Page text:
MRS SANDRA GIFT, Sub-regional Coordinator
UNESCO Associated Schools Project
and Regional Coordinator, ASP Caribbean Sea Project

Glimpses of the Blue Caribbean has been produced to serve, initially, as basic resource material for the first UNESCO Associated Schools Caribbean Sea Project (CSP) Environmental Education Workshop hosted by the Trinidad and Tobago National Commission for UNESCO and the Tobago House of Assembly, at Palm Tree Village, Tobago from 20 to 26 July 1998. It is expected, however, to have a life beyond the workshop and to be a valuable resource for schools participating in the CSP.

A debt of gratitude is owed to Mrs. Marcia Riley, Acting Secretary-General, Trinidad and Tobago National Commission for UNESCO for facilitating the development of this material by convening and participating in meetings of the committee which provided valuable advice for the subject matter treated. Special thanks also go to Dr. Avril Siung Chang, Environmental Health Adviser at the Pan American Health Organiazation in Port of Spain for graciously lending her expertise for this project. I also wish to thank all members of the Content Committee for their invaluable input: Althea Maund and Maureen Clement Moe of the Trinidad and Tobago National Institute for Higher Education, Research, Science and Technology (NIHERST); Henry Saunders of the Ministry of Education and Susan Shurland Maraj of the Institute of Marine Affairs, both in Trinidad and Tobago.

The UNESCO Associated Schools Caribbean Sea Project was launched in Trinidad and Tobago in November 1994 with the involvement of seven Caribbean territories: Cuba, Grenada, Jamaica, St. Vincent and the Grenadines, Trinidad and Tobago, Netherlands Antilles and Venezuela. In 1996 at the 3rd Regional Meeting of National CSP Coordinators in Aruba the following countries came on board: Aruba (host country), Cayman Islands, Colombia, Saint Lucia and the Bahamas. Costa Rica joined the Project in 1997. At the lst CSP Environmental Education Workshop in Tobago, Barbados, Haiti, Guyana, Dominica and St. Kitts/Nevis joined the project. The aim is, eventually to have schools in all territories washed by the Caribbean Sea, or possessing a Caribbean Culture, actively involved in the project and with a heightened awareness of and appreciation for the resources and value of the Caribbean Sea and its coastal regions as well as for the culture of Caribbean people.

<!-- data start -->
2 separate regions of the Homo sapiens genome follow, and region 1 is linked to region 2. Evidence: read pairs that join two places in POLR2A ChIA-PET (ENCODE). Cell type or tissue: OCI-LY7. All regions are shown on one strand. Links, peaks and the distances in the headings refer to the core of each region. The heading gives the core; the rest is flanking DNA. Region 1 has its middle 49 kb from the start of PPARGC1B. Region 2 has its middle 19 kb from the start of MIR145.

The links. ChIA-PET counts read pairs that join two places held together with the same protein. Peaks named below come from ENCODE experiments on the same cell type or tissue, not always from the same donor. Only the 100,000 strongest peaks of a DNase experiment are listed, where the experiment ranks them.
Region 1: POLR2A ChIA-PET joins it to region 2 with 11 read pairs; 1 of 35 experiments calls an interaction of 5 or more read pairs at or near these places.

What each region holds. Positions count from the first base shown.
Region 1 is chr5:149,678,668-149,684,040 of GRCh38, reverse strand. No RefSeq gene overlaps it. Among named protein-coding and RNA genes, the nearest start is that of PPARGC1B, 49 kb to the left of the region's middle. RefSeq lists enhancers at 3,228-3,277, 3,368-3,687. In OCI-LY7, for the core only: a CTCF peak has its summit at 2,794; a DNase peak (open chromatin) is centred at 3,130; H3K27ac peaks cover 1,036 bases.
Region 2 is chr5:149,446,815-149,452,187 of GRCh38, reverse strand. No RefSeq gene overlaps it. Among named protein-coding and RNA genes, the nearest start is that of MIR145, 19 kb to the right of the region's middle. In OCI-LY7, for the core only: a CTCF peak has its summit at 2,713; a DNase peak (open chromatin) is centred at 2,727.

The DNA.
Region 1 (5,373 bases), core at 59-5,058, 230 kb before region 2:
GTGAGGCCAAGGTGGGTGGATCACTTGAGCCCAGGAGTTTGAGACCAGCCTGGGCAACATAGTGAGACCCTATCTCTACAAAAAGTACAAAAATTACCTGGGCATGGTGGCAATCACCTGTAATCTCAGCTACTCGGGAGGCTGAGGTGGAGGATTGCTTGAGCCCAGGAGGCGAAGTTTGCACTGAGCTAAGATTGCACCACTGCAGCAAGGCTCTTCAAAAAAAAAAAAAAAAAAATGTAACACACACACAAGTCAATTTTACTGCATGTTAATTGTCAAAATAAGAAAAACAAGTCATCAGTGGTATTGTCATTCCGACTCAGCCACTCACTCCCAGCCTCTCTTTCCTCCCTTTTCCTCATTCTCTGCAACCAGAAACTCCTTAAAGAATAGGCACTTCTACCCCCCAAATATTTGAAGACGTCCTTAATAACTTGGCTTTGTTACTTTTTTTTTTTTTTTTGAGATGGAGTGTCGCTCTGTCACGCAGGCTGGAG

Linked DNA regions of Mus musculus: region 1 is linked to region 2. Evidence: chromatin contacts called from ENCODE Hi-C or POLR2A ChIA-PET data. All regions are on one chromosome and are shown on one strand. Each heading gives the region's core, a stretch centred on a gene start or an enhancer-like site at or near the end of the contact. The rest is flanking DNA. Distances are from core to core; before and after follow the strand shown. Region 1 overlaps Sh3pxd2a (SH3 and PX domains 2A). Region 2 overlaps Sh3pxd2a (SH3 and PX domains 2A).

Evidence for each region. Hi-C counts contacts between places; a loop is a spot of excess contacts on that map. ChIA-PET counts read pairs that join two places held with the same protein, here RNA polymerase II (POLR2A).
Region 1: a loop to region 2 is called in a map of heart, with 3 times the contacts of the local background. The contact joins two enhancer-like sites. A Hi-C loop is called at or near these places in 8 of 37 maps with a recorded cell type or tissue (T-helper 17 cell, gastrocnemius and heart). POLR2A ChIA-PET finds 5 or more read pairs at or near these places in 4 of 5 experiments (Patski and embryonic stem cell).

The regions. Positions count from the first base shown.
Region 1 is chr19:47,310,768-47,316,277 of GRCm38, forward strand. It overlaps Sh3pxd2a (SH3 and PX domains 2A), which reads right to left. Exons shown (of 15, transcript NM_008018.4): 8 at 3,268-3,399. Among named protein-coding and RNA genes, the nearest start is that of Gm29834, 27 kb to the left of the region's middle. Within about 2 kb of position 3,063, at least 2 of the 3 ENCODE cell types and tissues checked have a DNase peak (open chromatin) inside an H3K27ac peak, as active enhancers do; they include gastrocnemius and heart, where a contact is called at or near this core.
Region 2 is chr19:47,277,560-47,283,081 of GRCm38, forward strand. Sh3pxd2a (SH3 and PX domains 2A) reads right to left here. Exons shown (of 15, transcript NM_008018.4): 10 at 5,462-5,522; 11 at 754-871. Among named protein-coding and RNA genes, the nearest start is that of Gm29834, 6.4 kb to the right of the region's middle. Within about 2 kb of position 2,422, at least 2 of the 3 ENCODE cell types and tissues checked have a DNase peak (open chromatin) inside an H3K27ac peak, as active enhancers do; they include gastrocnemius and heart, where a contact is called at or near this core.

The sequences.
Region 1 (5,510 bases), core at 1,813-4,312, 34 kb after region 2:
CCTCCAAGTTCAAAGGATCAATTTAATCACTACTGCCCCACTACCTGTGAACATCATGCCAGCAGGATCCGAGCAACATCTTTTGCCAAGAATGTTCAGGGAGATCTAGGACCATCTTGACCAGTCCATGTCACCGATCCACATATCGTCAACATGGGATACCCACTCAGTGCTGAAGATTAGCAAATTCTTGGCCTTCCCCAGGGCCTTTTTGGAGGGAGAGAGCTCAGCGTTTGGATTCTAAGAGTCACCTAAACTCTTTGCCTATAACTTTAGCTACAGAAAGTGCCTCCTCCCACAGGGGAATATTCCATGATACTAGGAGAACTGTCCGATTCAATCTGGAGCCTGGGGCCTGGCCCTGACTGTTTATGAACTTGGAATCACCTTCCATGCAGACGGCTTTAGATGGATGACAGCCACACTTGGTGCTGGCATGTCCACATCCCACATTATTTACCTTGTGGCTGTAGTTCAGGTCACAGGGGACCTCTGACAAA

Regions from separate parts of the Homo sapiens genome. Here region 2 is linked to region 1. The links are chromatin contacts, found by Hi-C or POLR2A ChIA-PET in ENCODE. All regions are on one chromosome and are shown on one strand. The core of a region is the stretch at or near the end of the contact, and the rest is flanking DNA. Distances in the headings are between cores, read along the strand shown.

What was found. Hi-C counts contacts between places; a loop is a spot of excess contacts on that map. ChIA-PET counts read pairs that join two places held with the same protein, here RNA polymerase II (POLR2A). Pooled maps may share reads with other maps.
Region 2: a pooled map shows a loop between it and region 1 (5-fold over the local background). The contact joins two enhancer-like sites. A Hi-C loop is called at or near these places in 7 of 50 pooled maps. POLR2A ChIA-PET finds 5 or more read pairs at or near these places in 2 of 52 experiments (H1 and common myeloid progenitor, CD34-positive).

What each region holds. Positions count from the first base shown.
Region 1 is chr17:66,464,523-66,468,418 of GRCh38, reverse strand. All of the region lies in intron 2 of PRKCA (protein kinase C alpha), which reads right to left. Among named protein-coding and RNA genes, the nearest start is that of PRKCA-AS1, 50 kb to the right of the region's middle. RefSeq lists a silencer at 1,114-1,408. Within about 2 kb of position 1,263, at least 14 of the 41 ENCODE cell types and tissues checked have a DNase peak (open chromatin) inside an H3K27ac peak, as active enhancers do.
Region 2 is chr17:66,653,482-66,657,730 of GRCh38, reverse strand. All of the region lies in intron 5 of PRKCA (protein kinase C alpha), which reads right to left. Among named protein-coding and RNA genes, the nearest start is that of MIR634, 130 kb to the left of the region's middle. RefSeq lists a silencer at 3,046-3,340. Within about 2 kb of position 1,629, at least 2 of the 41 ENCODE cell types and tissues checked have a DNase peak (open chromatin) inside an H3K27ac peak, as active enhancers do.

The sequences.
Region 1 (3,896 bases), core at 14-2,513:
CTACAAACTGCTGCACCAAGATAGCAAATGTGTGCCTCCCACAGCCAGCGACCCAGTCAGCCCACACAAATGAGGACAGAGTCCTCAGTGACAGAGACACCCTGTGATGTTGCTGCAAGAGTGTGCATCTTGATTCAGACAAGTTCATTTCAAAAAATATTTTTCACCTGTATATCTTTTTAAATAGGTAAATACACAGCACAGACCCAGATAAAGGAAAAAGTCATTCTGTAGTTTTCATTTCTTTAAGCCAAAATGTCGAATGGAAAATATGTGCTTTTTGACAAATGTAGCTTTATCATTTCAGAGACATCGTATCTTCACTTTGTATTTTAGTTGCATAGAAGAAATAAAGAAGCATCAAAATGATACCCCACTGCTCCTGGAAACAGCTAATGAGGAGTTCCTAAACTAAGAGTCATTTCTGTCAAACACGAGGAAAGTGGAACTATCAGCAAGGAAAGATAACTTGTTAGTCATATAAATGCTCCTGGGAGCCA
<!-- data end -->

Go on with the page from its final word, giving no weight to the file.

Mrs. Joy Rudder, Consultant for this materials development exercise has provided teachers and students of the Caribbean with refreshing glimpses and different perspectives of the Caribbean Sea which everyone can enjoy and from which we can all increase our knowledge. It is hoped that with increased knowledge and more positive attitudes we will be better able to love and cherish the Caribbean Sea, to the benefit of ourselves and future generations.

MRS MARCIA RILEY, Acting Secretary General
Trinidad and Tobago National Commission for UNESCO

The Trinidad and Tobago National Commission for UNESCO is particularly pleased to host the First UNESCO Associated Schools Caribbean Sea Project Regional Environmental Education Workshop in the beautiful island of Tobago in observance of the International Year of the Ocean 1998.

With every glimpse of the Caribbean sea our eyes behold azure waters, sparkling white foam and in some places palm fringed white sandy beaches. But this idyllic image of our Caribbean is under threat. The wonderful sea life and the rich resources of this special body of water are daily stressed by over fishing, indiscriminate dumping of waste by pleasure craft and a host of other transgressions.

One of our West Indian poets once wrote "we who live in small islands must always be remembering the sea". But the Caribbean Sea also washes the shores of our continental neighbours. And so we say a special welcome to our Latin American participants - Bienviendo. A very warm WELCOME to all. It is our hope that as we work and live together over the next week, not only will we deepen our knowledge of our marine heritage but in addition as we share, we can also explore other things that make us Caribbean people. Our cuisine, our rhythms, our ready smile and easy laughter.

Perhaps the most rewarding part of this exercise lies in the importance of bringing young people of the region together. As they greet each other we trust that the realisation of the things we have in common become more apparent than our differences. Shared memories can only help to strengthen shared aspirations for the region and a shared vision for addressing common problems.

Meeting the challenges of the region in the next millennium will undoubtedly rest on the shoulders of today's youth. Any initiative that helps to foster a sense of identity among the young in such a fragmented space as our archipelago of islands is of great significance. The National Commission is grateful to all those who have assisted in making this workshop a reality.

Author's Acknowledgement
Stories used at the start of sections "Where are we?", "What do we have?", "What can be done?" and "What we want to happen" have been adapted from work first published by Caribbean Week newspaper in the Environment Column by Joy Rudder between 1990 to 1992.